The Museum of American History caused me more trouble than I had expected! I quickly walked through the whole place, making a circuit around each floor looking for something "iconic" I could get a photo of. There's a lot of interesting stuff, but it's not necessarily iconic or photogenic. The thing I wanted a photo of the most--the American flag that inspired the Star Spangled Banner anthem--didn't allow photography. It probably wouldn't have turned out well in any case. The flag is old and in pretty bad shape. It's displayed in a darkened room and quite large--getting a single photo of the entire thing probably wouldn't have worked even if they did allow photography.

I did take a photo of the entrance to see the Star-Spangled Banner, but I spent the better part of an hour going quickly from room to room trying to find something that would make a great photo. Eventually I found Lincoln's top hat--the one he wore to Ford's Theater the night he was assassinated. That's an interesting piece of memorabilia! But as far as photos go, it's pretty drab and because it's behind a protective glass enclosure so people like me can't reach out and grab it, it wasn't particularly photogenic. Stupid glass display cases.... I took a photo of the hat anyhow.

I left that museum frustrated with lack of a great, iconic photo, but the National History Museum gave me the opposite problem--so many iconic photo opportunities that I didn't know where to start! Just walking into the lobby was a wonderful, giant elephant. I dropped by the Hope Diamond for a quick photo, but that photo sucks not the least because it was hidden behind a glass case and crowded with tourists. But what I really wanted was a skeleton of a Tyrannosaurus Rex. Those are just cool! Even as a kid I thought they were cool, and I still think they were cool! So I wandered around until I found the dinosaur skeletons and took a few more photos. But they weren't, alas, particularly photogenic. Mr. T. Rex had a weird red light over it that gave it a strange glow, and the flash on my camera can fix that problem, but made the rest of the skeleton look washed out and flat. They also were in relatively small rooms--not with the soaring ceiling where the elephant in the lobby was located.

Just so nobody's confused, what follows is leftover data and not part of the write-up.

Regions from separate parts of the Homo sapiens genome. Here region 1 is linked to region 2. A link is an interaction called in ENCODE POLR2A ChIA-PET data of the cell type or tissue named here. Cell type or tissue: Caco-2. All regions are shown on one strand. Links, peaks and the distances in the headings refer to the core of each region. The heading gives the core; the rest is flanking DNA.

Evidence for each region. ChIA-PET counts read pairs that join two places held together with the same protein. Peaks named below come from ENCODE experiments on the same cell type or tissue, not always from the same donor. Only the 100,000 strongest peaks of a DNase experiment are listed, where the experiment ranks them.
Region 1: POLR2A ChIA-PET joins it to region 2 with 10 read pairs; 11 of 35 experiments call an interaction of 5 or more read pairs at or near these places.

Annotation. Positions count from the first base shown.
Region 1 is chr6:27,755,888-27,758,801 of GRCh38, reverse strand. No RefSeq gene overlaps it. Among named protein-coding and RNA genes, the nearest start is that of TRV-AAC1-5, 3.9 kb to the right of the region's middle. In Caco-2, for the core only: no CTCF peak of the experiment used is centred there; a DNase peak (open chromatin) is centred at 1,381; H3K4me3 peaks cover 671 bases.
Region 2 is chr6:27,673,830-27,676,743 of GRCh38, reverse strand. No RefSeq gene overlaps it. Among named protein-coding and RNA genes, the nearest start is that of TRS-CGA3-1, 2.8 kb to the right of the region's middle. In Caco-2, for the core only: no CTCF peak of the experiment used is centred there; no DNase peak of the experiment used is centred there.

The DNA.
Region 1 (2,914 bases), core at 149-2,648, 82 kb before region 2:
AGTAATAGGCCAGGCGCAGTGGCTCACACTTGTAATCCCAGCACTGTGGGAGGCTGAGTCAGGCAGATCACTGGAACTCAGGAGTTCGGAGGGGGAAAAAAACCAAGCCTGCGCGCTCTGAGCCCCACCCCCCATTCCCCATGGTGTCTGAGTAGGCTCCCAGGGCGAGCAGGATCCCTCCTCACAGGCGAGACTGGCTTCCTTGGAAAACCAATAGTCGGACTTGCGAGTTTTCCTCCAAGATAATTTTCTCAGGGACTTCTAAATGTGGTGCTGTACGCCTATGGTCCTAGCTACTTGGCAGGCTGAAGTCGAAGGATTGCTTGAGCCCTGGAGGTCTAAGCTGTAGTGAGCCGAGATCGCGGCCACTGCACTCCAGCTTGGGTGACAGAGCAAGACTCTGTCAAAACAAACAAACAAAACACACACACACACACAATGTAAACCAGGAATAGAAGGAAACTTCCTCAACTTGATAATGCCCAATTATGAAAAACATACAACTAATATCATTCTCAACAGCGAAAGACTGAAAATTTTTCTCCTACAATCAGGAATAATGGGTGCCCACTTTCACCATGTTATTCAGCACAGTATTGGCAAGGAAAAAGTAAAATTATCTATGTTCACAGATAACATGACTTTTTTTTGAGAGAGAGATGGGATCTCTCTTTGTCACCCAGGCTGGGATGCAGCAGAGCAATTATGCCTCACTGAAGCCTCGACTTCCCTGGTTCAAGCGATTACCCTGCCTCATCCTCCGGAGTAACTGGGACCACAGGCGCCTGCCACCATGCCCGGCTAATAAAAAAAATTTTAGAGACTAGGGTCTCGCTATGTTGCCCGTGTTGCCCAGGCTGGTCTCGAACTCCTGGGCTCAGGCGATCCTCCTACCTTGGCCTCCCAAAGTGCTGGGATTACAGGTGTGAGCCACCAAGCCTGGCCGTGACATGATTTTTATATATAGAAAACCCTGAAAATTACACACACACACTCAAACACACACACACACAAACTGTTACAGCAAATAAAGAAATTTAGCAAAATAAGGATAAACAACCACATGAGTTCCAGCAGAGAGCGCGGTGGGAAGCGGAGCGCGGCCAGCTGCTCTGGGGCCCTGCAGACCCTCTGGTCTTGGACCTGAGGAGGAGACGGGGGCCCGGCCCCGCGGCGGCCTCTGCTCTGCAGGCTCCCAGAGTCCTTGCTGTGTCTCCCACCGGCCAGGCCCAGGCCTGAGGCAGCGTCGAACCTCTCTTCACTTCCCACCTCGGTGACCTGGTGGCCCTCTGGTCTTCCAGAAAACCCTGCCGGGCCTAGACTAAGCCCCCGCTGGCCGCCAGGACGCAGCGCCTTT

Look at all the crowds! And it's still pretty early in the morning!

I walked passed the FBI Hoover building on my way to Ford's Theater. I remember touring the building with my dad back when I was 10 or something, but apparently they don't give tours of the building to the public anymore. Which is somewhat sad... I remember the tour fondly and thought it infinitely more interesting than the White House tour.

I passed by the National Archives building, but didn't go inside. I knew photography wasn't allowed of the Declaration of Independence or Constitution, but they weren't particularly photogenic anyhow. And there's always a long line of people to get in to see those documents.

As the day progressed, the heat cranked up significantly. Weather forecasts predicted temperatures of around 90 degrees--and the humidity was oppressive at best. By noon, it was pretty awful walking around outside. I tried to drink plenty of water to stay hydrated, but even the water in my backpack turned nasty at those temperatures. Hot water is just gross, so I would drink heavily from any water fountain I passed.

Late in the afternoon, I had finally finished my circuit around the National Mall and it was time to link up with the C&O Canal. On a map, it didn't look like it would take more than an hour or so, and it didn't. From the Lincoln Memorial, I looped around the back of it and followed the Potomac River upstream. Past the Kennedy Center, past the Watergate Hotel, over Rock Creek and into Georgetown.

I didn't link up immediately with the end of the C&O Canal, though. I'd never been to Georgetown before and wanted a quick look around while I was there. I followed the waterfront upstream towards Key Bridge, the headed inland to the C&O Canal. But I'd overshot the end of the trail by a mile or so, so I followed the trail back to its start taking photos along the way.